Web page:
Keith Ybanez – Andahuaylas, Peru
The mountain range of the Andes in Peru is a breathtakingly beautiful place; however, amongst the beauty, life for many Peruvians is difficult. The omnipresent specter of poverty and violence continues to undermine health, education, and development. My work with Paz y Esperanza (“PyE”) in Andahuaylas gave me an opportunity to see first-hand the common problem of access to justice which too many Peruvians face.
PyE aims to halt the intergenerational reproduction of violence that is crippling the nation of Peru. It operates with an effectively simple methodology: working from the community, for the community. Waking up at 4am once or twice each week to make two-to-four hour car rides (each way!) to various villages nestled deep in the Andes was the norm during my time in Andahuaylas. Even as a law student, that was still incredibly early for me! Our visits would entail doing consults with victims of abuse, meeting with community leaders, and conducting workshops seeking to educate and empower individuals, especially women, to defend their rights and their homes.
As I observed and then engaged with our projects in these villages, the importance of PyE’s work there became clear to me. Because they are directly involved and concerned, community members have become active participants and stakeholders in their future, rather than passive beneficiaries. It was exciting to see so many women beginning to feel respected and empowered to lead and make a difference in their communities and inside their homes. Many of them know what violence feels like; how much every bruise hurts. They are the ones who can most effectively connect with other victims, they are the agents of change.
I’ve heard the doubts from other locals, wondering what these campesinas (indigenous country/mountain women who mainly only speak Quechua) could hope to achieve. It’s definitely not an easy task, but they will succeed because they aren’t motivated by money or material gain but something much deeper and profound. For almost all, becoming community leaders and speaking out about violence and abuse has been a restorative experience. They find solace in the chance to help others and let them know they deserve a life free from violence. Most importantly, they hope to sow seeds of change with the belief that one day their children can reap what they have sown.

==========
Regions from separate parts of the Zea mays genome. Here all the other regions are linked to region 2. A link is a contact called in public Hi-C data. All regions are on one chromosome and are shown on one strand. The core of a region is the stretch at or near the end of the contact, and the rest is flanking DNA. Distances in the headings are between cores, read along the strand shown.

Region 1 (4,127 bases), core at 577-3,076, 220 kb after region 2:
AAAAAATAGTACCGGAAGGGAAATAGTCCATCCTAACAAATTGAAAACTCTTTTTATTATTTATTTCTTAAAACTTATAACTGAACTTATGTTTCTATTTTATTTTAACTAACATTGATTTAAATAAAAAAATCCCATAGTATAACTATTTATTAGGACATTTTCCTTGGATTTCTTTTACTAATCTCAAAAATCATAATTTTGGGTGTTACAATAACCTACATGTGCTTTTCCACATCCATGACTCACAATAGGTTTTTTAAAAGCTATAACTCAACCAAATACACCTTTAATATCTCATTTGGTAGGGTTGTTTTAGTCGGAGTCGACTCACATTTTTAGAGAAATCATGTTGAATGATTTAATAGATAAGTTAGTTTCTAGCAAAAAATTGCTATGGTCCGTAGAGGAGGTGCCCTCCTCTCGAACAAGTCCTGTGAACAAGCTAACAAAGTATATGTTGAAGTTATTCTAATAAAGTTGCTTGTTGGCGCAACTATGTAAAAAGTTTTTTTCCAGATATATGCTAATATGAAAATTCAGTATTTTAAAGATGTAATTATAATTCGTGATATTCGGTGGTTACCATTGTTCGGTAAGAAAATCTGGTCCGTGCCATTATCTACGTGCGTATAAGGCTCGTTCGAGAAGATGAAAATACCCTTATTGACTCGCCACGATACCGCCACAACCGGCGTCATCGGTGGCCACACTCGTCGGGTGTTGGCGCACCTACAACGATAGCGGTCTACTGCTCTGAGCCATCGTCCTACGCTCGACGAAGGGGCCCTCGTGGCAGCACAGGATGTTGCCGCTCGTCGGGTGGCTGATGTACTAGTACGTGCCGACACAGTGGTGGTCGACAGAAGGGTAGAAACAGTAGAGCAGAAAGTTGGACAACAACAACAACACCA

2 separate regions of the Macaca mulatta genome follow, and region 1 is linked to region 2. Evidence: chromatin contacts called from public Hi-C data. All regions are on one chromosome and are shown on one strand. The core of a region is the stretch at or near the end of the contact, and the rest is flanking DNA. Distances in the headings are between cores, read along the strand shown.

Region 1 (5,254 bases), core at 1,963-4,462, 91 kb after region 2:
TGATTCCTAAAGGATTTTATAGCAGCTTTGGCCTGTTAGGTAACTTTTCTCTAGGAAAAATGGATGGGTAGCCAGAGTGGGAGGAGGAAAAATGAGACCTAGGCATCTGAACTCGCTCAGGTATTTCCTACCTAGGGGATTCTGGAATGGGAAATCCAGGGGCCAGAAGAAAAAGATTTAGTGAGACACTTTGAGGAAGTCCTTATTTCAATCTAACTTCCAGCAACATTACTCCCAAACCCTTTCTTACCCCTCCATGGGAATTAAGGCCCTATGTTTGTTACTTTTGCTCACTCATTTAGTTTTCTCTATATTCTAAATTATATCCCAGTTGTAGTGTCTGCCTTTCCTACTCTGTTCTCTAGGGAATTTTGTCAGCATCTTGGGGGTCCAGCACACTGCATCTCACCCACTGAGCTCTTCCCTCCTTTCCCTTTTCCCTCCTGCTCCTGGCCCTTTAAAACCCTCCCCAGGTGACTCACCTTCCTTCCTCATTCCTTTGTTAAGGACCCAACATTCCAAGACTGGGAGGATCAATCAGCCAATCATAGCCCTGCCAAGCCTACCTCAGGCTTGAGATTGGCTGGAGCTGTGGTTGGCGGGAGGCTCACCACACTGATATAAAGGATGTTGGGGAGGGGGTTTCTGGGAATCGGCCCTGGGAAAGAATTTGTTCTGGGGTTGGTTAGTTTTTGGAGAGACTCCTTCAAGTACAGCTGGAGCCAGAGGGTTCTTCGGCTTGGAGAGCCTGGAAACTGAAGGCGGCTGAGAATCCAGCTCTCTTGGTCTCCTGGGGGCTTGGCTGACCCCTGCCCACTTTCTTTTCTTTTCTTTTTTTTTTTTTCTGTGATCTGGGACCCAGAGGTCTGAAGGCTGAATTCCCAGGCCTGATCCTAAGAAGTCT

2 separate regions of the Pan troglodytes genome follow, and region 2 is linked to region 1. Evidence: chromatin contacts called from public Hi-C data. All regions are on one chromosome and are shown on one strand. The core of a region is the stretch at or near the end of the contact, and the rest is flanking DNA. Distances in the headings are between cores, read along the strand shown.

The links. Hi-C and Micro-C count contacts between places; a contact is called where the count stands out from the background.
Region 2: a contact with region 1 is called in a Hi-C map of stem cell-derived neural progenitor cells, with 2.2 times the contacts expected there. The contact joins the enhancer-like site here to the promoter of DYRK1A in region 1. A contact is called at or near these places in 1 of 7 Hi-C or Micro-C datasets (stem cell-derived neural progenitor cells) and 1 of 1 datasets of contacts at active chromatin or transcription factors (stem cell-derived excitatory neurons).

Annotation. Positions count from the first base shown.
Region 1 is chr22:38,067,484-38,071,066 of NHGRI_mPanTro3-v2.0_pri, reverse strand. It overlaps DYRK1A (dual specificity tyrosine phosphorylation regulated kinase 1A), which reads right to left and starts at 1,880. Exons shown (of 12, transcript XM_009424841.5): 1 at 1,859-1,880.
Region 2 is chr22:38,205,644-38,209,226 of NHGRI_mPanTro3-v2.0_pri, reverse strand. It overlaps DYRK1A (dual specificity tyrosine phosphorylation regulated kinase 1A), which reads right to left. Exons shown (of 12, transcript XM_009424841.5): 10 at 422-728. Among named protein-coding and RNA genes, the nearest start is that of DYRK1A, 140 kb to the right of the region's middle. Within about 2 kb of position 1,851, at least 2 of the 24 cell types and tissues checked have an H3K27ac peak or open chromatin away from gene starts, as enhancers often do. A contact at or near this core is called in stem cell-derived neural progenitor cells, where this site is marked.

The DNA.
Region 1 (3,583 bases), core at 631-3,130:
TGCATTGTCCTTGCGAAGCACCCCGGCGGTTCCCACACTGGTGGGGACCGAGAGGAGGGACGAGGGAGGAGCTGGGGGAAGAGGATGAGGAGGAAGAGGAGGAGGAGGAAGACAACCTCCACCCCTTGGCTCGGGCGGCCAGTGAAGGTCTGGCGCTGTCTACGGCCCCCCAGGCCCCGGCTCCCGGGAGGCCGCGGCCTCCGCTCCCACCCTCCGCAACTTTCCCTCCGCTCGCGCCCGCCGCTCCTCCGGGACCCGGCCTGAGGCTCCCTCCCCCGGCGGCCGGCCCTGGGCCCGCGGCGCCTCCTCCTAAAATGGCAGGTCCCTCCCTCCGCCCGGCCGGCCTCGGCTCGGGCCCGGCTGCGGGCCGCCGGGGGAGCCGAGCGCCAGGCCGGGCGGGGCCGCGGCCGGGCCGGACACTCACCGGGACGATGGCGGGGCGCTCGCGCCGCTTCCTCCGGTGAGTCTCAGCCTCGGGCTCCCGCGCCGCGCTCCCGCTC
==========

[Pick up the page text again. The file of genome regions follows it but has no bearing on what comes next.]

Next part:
This summer was my third visit to Peru, and each time I’ve seen it in a different way. Since I returned home to Chicago, I’ve thought about the differences about my home and the homes of the people I met during my time in Andahuaylas. Not in the sense of comparing furniture or design, but rather what the word “home” really means. One of the definitions that the Dictionary widget on my computer gives and which I really like is: “a place where something flourishes.” This definition reflects how I’ve always felt about my home. My hope is that the communities nestled within the natural splendor of the Andes, beautiful places where inside the stillness you can hear yourself breathing, your heart beating, and the mountains swallow you up; become places where women and children can flourish, where they can find refuge and feel safe at home.